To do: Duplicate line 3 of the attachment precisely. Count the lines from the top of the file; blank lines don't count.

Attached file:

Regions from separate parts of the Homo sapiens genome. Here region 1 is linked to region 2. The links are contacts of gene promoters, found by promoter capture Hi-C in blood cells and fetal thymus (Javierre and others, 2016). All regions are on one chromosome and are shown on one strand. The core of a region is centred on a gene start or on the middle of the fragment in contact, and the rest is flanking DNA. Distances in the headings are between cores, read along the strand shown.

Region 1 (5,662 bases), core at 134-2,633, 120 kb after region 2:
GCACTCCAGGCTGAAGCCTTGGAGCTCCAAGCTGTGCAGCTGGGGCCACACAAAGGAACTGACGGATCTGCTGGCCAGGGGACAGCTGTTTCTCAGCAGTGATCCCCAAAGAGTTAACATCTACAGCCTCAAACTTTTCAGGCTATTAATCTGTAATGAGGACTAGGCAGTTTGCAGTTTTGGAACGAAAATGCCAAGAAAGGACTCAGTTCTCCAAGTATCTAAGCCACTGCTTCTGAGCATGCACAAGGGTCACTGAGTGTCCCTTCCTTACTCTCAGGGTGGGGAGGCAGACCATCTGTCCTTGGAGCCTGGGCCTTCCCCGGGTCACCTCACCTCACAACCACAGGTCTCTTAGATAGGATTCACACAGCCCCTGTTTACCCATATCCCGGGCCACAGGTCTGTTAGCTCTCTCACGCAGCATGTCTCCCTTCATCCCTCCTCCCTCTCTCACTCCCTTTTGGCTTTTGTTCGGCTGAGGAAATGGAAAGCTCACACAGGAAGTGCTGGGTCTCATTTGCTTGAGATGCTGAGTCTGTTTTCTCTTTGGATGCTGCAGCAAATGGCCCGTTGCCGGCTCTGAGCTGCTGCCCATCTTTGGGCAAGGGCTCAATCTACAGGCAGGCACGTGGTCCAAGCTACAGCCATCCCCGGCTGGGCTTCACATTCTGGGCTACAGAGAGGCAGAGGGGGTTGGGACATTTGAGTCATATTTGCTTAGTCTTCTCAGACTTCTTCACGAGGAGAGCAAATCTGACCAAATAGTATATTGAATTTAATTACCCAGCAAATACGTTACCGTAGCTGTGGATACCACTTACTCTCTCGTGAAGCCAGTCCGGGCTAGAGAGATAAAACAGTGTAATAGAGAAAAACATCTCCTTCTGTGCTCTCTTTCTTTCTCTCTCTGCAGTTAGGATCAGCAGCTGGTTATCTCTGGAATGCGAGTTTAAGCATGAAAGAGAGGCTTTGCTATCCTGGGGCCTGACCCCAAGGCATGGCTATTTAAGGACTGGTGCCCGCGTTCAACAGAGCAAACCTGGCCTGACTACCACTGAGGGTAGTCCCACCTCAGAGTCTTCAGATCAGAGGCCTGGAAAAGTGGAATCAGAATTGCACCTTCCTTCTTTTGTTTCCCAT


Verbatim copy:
GCACTCCAGGCTGAAGCCTTGGAGCTCCAAGCTGTGCAGCTGGGGCCACACAAAGGAACTGACGGATCTGCTGGCCAGGGGACAGCTGTTTCTCAGCAGTGATCCCCAAAGAGTTAACATCTACAGCCTCAAACTTTTCAGGCTATTAATCTGTAATGAGGACTAGGCAGTTTGCAGTTTTGGAACGAAAATGCCAAGAAAGGACTCAGTTCTCCAAGTATCTAAGCCACTGCTTCTGAGCATGCACAAGGGTCACTGAGTGTCCCTTCCTTACTCTCAGGGTGGGGAGGCAGACCATCTGTCCTTGGAGCCTGGGCCTTCCCCGGGTCACCTCACCTCACAACCACAGGTCTCTTAGATAGGATTCACACAGCCCCTGTTTACCCATATCCCGGGCCACAGGTCTGTTAGCTCTCTCACGCAGCATGTCTCCCTTCATCCCTCCTCCCTCTCTCACTCCCTTTTGGCTTTTGTTCGGCTGAGGAAATGGAAAGCTCACACAGGAAGTGCTGGGTCTCATTTGCTTGAGATGCTGAGTCTGTTTTCTCTTTGGATGCTGCAGCAAATGGCCCGTTGCCGGCTCTGAGCTGCTGCCCATCTTTGGGCAAGGGCTCAATCTACAGGCAGGCACGTGGTCCAAGCTACAGCCATCCCCGGCTGGGCTTCACATTCTGGGCTACAGAGAGGCAGAGGGGGTTGGGACATTTGAGTCATATTTGCTTAGTCTTCTCAGACTTCTTCACGAGGAGAGCAAATCTGACCAAATAGTATATTGAATTTAATTACCCAGCAAATACGTTACCGTAGCTGTGGATACCACTTACTCTCTCGTGAAGCCAGTCCGGGCTAGAGAGATAAAACAGTGTAATAGAGAAAAACATCTCCTTCTGTGCTCTCTTTCTTTCTCTCTCTGCAGTTAGGATCAGCAGCTGGTTATCTCTGGAATGCGAGTTTAAGCATGAAAGAGAGGCTTTGCTATCCTGGGGCCTGACCCCAAGGCATGGCTATTTAAGGACTGGTGCCCGCGTTCAACAGAGCAAACCTGGCCTGACTACCACTGAGGGTAGTCCCACCTCAGAGTCTTCAGATCAGAGGCCTGGAAAAGTGGAATCAGAATTGCACCTTCCTTCTTTTGTTTCCCAT